Four Mistakes to Avoid When Choosing Lights in Your Home
Lighting is one of the most important elements of your home design because it is so effective at setting the tone for a space.
Lighting can make a room feel relaxed, energetic, airy, or romantic. On the other hand, home lighting mistakes can make a room feel dark, clinical, unwelcoming, or uncomfortable.
How do you make sure your home lighting design brings out the best in your home? Read on to learn about four common lighting mistakes to avoid if you want your home to really shine.
Only One Light Source
If a room only has one light source—for example, one overhead ceiling light—it can feel harsh. This lighting mistake can also cause the light in the room to be unflattering to people, paint, and furniture.
Instead of relying on one source of light per room, incorporate a few light fixtures for lighting that has depth and texture. As a rule of thumb, you will want to have a source of ambient, task, and accent lighting in each room.
- Ambient lighting: This includes overhead lighting, natural light, and any form of lighting that provides generalized illumination throughout your entire room.
- Task lighting: These lights, including desk lamps, under-cabinet lights, and reading lights, provide bright, concentrated light for a specific purpose.
- Accent lighting: This is decorative lighting used to enhance certain areas or features in a room. For example, spotlights on architectural features function as accent lighting.
When you include all of these types of lighting, your room feels complete and comfortable.
Relying on Can Lighting
Recessed downlights, also known as can lights, definitely serve a purpose in providing functional ambient lighting to a room.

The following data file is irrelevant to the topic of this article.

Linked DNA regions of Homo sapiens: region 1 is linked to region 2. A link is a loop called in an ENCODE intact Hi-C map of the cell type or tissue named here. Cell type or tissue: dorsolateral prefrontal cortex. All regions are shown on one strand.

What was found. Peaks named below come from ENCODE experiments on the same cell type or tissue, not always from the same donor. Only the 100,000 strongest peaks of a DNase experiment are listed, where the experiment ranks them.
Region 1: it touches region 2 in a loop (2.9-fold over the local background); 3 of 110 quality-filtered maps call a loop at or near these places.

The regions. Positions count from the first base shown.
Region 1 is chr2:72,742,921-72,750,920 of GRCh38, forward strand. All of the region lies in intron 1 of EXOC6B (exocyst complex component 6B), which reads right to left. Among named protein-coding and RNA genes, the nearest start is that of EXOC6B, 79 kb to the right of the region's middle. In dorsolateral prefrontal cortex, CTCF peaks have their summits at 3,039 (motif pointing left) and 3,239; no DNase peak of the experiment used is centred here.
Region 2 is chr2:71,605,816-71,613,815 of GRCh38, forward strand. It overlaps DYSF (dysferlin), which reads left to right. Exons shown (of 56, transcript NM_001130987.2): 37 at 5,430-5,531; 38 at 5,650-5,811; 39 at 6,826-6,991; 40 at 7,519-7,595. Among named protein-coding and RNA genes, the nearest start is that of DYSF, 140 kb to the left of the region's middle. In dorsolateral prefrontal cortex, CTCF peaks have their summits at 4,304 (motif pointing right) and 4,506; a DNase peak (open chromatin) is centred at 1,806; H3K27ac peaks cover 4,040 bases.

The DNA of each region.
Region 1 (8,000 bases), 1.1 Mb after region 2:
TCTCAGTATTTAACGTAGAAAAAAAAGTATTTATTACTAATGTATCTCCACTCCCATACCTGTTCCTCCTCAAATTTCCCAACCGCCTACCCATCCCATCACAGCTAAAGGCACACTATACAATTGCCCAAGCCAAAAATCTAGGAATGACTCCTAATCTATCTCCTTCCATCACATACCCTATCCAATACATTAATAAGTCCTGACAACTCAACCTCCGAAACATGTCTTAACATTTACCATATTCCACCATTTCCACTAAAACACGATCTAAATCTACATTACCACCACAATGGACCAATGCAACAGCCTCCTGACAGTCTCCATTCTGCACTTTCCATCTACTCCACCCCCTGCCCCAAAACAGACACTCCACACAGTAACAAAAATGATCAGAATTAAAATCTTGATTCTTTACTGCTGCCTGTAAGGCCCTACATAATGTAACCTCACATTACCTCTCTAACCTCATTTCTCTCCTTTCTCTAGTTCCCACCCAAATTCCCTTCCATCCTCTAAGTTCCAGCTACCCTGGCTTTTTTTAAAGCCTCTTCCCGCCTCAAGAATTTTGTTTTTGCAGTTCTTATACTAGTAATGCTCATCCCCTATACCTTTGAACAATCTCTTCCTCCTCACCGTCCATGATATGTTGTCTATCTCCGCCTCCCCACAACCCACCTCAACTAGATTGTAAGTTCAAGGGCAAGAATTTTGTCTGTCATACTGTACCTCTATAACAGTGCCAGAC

But if they are the only source of lighting in a room, they can look sparse and awkward. It is also not an efficient use of light, and can leave dark spots where you did not intend them. This is an especially common kitchen and bathroom lighting mistake.
How to fix it: add in additional lighting elements, like accent and task lighting. With floor lamps, table lamps, and wall sconces, you can create a more comfortable, well-lit space. In the kitchen, you might consider under-cabinet lighting for additional task light.
Ignoring Color Temperature
Often, when we are shopping for light bulbs, we pay attention to the lumen output or wattage equivalent. But color temperature is just as important as brightness when it comes to setting the tone for your home.
Color temperature is measured in Kelvin (K) and can be found on the light bulb box label. The lower the Kelvin measurement, the warmer the light.
A light bulb that is too blue for a room can make it feel uncomfortable and cold. Too warm, and it can feel impractical or even unclean.
So what is the best color temperature for your home lighting? In general, living spaces like living rooms, family rooms, and bedrooms look great with warm white light, around 2700K. Functional rooms, like kitchens and bathrooms, feel better with a cooler color temperature, around 3,000K-4,100K.
Not Choosing Dimmable Bulbs and Fixtures
One of the best ways to make sure the lighting in your home is always comfortable is to install dimmer switches and purchase dimmable fixtures. We often see the lighting mistake of installing only non-dimmable lighting.
With dimmable LED lights, you can customize the brightness of your lights at any time. Dim lights are great for relaxing, while brighter lights make it easy to do daily tasks. Dimmable lights give you the versatility you need to match your lights to any occasion.
Plus, as an added bonus, having your lights on a dimmer switch can help you save money on your electricity bill—even if you use them at full brightness!